Jakarta • A black box from the crashed Lion Air jet has been recovered, authorities said yesterday, a find that could be critical to establishing why a brand new jet plunged into the Java Sea shortly after take-off, killing 189 people on board.
Divers plucked the orange data recorder from the ocean and placed it in a plastic tub as search teams continued to scour the seabed for the fuselage of the Boeing-737 MAX 8, which crashed off Indonesia’s northern coast on Monday and had only been in service a few months.
There have been no survivors and only body parts have been found so far. Relatives are desperate to be able to say goodbye to their loved ones and the first funeral for one of the passengers was held yesterday.
But many others have yet to be located and analysts hope further victims could still be found with the bulk of the wreckage. “I assume that there will be a lot of bodies still strapped into the seats,” aviation analyst Dudi Sudibyo told AFP.
Dozens of divers are taking part in the massive recovery efforts along with helicopters and ships, but authorities have all but ruled out finding any survivors.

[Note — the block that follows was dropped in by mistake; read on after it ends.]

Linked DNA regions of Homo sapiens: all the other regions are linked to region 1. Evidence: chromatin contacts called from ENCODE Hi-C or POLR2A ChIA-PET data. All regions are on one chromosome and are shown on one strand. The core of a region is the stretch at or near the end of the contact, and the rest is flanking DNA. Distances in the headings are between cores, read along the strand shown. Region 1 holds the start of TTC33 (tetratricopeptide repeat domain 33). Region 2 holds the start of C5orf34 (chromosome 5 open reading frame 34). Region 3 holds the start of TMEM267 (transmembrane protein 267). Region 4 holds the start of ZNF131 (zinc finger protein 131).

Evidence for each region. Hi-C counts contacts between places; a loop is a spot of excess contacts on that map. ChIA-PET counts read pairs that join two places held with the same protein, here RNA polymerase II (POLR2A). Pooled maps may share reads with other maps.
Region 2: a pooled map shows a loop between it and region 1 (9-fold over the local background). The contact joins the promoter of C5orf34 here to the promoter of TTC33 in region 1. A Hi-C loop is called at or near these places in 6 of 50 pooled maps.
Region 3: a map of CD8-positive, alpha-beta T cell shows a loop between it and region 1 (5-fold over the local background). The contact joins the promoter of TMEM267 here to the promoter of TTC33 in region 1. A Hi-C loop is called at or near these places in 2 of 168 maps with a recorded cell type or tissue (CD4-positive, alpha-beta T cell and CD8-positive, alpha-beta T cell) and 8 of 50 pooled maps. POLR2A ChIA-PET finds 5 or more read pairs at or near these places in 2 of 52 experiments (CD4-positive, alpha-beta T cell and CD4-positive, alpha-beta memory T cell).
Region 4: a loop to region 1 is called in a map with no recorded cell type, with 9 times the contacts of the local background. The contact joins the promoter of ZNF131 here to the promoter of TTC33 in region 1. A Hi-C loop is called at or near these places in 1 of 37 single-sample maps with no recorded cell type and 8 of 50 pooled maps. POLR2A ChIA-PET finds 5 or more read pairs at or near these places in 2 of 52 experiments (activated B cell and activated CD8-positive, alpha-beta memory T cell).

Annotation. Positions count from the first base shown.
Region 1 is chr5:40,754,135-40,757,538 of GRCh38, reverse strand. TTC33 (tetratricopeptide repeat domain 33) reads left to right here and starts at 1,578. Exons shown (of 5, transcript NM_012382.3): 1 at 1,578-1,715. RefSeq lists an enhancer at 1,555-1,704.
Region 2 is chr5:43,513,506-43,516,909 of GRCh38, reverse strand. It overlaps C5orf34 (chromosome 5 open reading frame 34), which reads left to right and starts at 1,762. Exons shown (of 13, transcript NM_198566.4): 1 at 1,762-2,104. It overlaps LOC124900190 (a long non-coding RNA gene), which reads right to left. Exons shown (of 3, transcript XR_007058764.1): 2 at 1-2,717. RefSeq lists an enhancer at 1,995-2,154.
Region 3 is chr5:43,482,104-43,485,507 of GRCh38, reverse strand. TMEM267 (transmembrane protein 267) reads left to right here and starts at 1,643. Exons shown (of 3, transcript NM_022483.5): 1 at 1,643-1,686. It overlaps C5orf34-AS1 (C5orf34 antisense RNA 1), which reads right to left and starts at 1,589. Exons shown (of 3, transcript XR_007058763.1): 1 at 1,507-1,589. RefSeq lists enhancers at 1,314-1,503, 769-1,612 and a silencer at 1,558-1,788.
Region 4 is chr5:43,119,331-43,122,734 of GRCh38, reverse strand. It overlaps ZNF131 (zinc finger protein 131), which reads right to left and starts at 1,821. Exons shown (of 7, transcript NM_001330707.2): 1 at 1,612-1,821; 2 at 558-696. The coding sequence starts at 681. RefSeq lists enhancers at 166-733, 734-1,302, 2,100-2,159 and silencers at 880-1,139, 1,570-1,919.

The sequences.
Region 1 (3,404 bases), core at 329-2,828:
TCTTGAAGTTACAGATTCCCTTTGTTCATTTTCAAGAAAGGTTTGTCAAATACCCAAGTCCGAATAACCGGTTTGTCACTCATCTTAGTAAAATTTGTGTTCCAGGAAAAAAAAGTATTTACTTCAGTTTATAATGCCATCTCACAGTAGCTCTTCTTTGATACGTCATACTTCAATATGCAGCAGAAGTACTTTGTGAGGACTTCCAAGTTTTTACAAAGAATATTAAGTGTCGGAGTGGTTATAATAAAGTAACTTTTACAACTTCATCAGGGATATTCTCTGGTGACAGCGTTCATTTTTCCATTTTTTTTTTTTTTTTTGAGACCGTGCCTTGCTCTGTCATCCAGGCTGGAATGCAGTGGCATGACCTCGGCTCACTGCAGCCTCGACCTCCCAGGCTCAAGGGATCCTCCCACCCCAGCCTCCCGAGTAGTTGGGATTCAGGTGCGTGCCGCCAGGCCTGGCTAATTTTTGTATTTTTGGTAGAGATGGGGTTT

The black boxes, which airlines are required to instal, offer investigators their best chance of discovering why such a new jet crashed.
“The good news is we have found one of the black boxes,” search and rescue agency head Muhammad Syaugi told reporters yesterday.
Authorities say a flight data recorder was recovered, but they were still looking for the cockpit voice recorder. On a Jakarta dockside yesterday, Boeing and US National Transportation Safety Board officials joined the Indonesian team in sifting through twisted metal plane parts and piles of passengers’ torn clothing, shoes, wallets and mobile phones.
Black boxes help explain nearly 90% of all crashes, according to aviation experts.
“Data from the plane — the engine, all the instruments — are recorded there,” Sudibyo said. “If there is an anomaly, some technical problem, it is recorded there too.”
Passengers’ remains are being sent to a hospital for DNA comparison to relatives. Forensic experts identified Jannatun Cintya Dewi as the first victim of the crash.
The 24-year-old civil servant’s coffin was carried by pallbearers through the streets of her East Java hometown Sidoarjo yesterday.
Dewi’s mother collapsed and had to be carried into their home, while friends and relatives wiped away tears as the casket was laid in a freshly dug grave sprinkled with flowers. — AFP